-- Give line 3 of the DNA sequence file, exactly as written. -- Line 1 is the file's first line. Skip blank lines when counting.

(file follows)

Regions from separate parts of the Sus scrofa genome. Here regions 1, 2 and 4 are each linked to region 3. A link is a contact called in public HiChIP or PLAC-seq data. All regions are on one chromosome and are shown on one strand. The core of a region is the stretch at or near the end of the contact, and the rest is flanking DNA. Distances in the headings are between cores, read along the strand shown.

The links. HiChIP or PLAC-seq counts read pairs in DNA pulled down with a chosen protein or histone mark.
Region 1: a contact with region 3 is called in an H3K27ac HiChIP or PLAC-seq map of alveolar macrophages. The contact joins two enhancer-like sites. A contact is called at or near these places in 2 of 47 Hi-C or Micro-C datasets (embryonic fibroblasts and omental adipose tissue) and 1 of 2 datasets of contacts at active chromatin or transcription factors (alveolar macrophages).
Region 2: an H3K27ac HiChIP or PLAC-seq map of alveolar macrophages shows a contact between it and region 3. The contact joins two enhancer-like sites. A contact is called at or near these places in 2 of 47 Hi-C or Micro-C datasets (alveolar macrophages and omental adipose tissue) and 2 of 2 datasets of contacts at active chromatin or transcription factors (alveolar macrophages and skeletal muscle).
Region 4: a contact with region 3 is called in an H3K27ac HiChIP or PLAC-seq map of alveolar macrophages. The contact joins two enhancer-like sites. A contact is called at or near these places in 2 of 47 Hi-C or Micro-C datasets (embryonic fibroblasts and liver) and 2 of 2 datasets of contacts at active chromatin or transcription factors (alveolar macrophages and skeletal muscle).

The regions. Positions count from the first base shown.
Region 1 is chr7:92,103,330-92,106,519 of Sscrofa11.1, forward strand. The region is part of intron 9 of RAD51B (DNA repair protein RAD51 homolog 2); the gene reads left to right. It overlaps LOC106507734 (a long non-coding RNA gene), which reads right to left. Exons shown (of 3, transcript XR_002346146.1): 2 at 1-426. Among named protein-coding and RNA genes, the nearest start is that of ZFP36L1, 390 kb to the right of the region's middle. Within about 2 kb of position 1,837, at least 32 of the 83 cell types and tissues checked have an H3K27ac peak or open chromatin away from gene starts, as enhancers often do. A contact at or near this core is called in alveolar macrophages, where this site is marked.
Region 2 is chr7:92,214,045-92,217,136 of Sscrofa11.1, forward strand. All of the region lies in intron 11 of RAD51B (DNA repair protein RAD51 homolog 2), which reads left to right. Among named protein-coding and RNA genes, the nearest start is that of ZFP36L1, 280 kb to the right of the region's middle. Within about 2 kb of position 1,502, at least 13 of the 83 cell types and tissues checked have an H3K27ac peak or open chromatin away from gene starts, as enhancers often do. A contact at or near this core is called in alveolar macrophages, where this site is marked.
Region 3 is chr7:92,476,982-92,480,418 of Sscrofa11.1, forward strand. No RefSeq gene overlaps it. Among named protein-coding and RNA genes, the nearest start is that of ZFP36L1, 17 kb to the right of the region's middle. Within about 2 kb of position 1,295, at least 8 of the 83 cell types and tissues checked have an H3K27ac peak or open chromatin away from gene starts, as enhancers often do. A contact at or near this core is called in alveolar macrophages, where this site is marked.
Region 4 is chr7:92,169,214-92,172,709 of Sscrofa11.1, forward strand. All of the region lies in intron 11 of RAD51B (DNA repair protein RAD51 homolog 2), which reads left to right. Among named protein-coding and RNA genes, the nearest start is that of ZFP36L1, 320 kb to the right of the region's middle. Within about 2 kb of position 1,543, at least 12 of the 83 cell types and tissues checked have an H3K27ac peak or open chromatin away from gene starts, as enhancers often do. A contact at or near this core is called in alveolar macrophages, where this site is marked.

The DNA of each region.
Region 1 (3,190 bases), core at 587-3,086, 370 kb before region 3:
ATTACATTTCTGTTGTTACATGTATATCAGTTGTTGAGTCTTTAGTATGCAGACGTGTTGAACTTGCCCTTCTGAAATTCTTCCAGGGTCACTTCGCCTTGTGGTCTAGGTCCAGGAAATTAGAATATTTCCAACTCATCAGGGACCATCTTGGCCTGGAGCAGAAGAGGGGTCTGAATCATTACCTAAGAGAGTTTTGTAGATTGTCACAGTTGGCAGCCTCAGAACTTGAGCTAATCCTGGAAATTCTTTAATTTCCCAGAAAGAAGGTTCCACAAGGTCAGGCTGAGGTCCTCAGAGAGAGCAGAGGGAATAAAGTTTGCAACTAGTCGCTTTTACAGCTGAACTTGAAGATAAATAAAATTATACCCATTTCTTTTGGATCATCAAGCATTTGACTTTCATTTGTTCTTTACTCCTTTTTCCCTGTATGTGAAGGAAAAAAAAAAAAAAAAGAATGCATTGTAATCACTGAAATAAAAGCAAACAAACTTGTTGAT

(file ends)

Region 1: a contact with region 3 is called in an H3K27ac HiChIP or PLAC-seq map of alveolar macrophages. The contact joins two enhancer-like sites. A contact is called at or near these places in 2 of 47 Hi-C or Micro-C datasets (embryonic fibroblasts and omental adipose tissue) and 1 of 2 datasets of contacts at active chromatin or transcription factors (alveolar macrophages).